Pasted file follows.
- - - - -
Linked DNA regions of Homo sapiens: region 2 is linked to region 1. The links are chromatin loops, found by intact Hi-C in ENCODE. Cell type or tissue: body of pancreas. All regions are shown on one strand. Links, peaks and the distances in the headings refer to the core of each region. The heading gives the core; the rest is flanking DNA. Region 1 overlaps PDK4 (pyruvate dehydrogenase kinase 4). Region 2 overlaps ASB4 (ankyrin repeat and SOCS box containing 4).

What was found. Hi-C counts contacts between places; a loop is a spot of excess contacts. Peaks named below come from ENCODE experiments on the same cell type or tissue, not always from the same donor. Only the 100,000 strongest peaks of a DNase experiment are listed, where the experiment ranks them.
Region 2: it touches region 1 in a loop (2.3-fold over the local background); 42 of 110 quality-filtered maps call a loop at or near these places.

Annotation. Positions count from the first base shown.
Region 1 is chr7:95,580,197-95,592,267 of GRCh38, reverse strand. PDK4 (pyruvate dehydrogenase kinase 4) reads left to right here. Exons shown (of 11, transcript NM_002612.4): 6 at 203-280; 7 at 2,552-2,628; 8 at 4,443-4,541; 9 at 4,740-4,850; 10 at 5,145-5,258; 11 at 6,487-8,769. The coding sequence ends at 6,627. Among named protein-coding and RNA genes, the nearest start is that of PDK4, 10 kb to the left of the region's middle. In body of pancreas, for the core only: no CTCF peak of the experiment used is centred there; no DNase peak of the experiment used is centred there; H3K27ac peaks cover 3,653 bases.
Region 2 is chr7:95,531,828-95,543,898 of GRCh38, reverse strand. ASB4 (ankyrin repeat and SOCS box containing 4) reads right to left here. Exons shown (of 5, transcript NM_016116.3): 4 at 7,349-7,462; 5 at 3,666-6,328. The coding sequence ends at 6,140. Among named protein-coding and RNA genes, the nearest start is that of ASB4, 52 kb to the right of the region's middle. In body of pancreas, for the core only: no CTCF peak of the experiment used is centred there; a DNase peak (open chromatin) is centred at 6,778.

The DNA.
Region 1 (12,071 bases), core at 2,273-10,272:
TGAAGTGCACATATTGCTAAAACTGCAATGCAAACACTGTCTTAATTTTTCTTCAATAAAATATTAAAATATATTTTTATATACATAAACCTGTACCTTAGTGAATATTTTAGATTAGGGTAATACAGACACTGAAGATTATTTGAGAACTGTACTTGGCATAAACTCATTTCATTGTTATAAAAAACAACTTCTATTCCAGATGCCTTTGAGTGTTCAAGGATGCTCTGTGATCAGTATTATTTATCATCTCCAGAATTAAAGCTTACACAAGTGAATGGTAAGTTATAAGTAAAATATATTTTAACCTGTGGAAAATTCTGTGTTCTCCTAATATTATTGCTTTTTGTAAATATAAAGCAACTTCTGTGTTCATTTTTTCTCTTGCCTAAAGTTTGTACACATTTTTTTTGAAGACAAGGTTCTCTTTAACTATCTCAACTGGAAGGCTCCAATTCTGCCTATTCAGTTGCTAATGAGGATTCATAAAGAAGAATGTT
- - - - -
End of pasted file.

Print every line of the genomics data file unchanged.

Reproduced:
Linked DNA regions of Homo sapiens: region 2 is linked to region 1. The links are chromatin loops, found by intact Hi-C in ENCODE. Cell type or tissue: body of pancreas. All regions are shown on one strand. Links, peaks and the distances in the headings refer to the core of each region. The heading gives the core; the rest is flanking DNA. Region 1 overlaps PDK4 (pyruvate dehydrogenase kinase 4). Region 2 overlaps ASB4 (ankyrin repeat and SOCS box containing 4).

What was found. Hi-C counts contacts between places; a loop is a spot of excess contacts. Peaks named below come from ENCODE experiments on the same cell type or tissue, not always from the same donor. Only the 100,000 strongest peaks of a DNase experiment are listed, where the experiment ranks them.
Region 2: it touches region 1 in a loop (2.3-fold over the local background); 42 of 110 quality-filtered maps call a loop at or near these places.

Annotation. Positions count from the first base shown.
Region 1 is chr7:95,580,197-95,592,267 of GRCh38, reverse strand. PDK4 (pyruvate dehydrogenase kinase 4) reads left to right here. Exons shown (of 11, transcript NM_002612.4): 6 at 203-280; 7 at 2,552-2,628; 8 at 4,443-4,541; 9 at 4,740-4,850; 10 at 5,145-5,258; 11 at 6,487-8,769. The coding sequence ends at 6,627. Among named protein-coding and RNA genes, the nearest start is that of PDK4, 10 kb to the left of the region's middle. In body of pancreas, for the core only: no CTCF peak of the experiment used is centred there; no DNase peak of the experiment used is centred there; H3K27ac peaks cover 3,653 bases.
Region 2 is chr7:95,531,828-95,543,898 of GRCh38, reverse strand. ASB4 (ankyrin repeat and SOCS box containing 4) reads right to left here. Exons shown (of 5, transcript NM_016116.3): 4 at 7,349-7,462; 5 at 3,666-6,328. The coding sequence ends at 6,140. Among named protein-coding and RNA genes, the nearest start is that of ASB4, 52 kb to the right of the region's middle. In body of pancreas, for the core only: no CTCF peak of the experiment used is centred there; a DNase peak (open chromatin) is centred at 6,778.

The DNA.
Region 1 (12,071 bases), core at 2,273-10,272:
TGAAGTGCACATATTGCTAAAACTGCAATGCAAACACTGTCTTAATTTTTCTTCAATAAAATATTAAAATATATTTTTATATACATAAACCTGTACCTTAGTGAATATTTTAGATTAGGGTAATACAGACACTGAAGATTATTTGAGAACTGTACTTGGCATAAACTCATTTCATTGTTATAAAAAACAACTTCTATTCCAGATGCCTTTGAGTGTTCAAGGATGCTCTGTGATCAGTATTATTTATCATCTCCAGAATTAAAGCTTACACAAGTGAATGGTAAGTTATAAGTAAAATATATTTTAACCTGTGGAAAATTCTGTGTTCTCCTAATATTATTGCTTTTTGTAAATATAAAGCAACTTCTGTGTTCATTTTTTCTCTTGCCTAAAGTTTGTACACATTTTTTTTGAAGACAAGGTTCTCTTTAACTATCTCAACTGGAAGGCTCCAATTCTGCCTATTCAGTTGCTAATGAGGATTCATAAAGAAGAATGTT